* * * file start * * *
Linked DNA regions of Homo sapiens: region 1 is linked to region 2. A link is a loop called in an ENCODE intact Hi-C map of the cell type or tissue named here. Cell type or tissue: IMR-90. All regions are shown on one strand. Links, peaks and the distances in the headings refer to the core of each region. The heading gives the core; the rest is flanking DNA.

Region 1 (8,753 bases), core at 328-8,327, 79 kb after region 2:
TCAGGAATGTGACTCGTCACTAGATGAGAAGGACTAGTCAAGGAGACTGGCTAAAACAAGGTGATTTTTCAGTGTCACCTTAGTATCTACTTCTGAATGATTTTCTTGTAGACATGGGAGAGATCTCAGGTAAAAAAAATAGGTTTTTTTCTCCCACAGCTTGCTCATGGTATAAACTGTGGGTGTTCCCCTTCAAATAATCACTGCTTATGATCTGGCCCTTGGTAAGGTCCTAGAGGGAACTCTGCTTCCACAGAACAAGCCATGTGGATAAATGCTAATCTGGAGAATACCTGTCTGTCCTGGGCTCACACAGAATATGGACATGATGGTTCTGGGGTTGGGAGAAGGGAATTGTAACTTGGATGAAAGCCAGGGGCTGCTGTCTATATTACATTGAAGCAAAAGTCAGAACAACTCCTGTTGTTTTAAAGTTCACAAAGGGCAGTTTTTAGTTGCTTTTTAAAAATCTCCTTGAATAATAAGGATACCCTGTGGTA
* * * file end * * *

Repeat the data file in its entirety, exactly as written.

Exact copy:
Linked DNA regions of Homo sapiens: region 1 is linked to region 2. A link is a loop called in an ENCODE intact Hi-C map of the cell type or tissue named here. Cell type or tissue: IMR-90. All regions are shown on one strand. Links, peaks and the distances in the headings refer to the core of each region. The heading gives the core; the rest is flanking DNA.

Region 1 (8,753 bases), core at 328-8,327, 79 kb after region 2:
TCAGGAATGTGACTCGTCACTAGATGAGAAGGACTAGTCAAGGAGACTGGCTAAAACAAGGTGATTTTTCAGTGTCACCTTAGTATCTACTTCTGAATGATTTTCTTGTAGACATGGGAGAGATCTCAGGTAAAAAAAATAGGTTTTTTTCTCCCACAGCTTGCTCATGGTATAAACTGTGGGTGTTCCCCTTCAAATAATCACTGCTTATGATCTGGCCCTTGGTAAGGTCCTAGAGGGAACTCTGCTTCCACAGAACAAGCCATGTGGATAAATGCTAATCTGGAGAATACCTGTCTGTCCTGGGCTCACACAGAATATGGACATGATGGTTCTGGGGTTGGGAGAAGGGAATTGTAACTTGGATGAAAGCCAGGGGCTGCTGTCTATATTACATTGAAGCAAAAGTCAGAACAACTCCTGTTGTTTTAAAGTTCACAAAGGGCAGTTTTTAGTTGCTTTTTAAAAATCTCCTTGAATAATAAGGATACCCTGTGGTA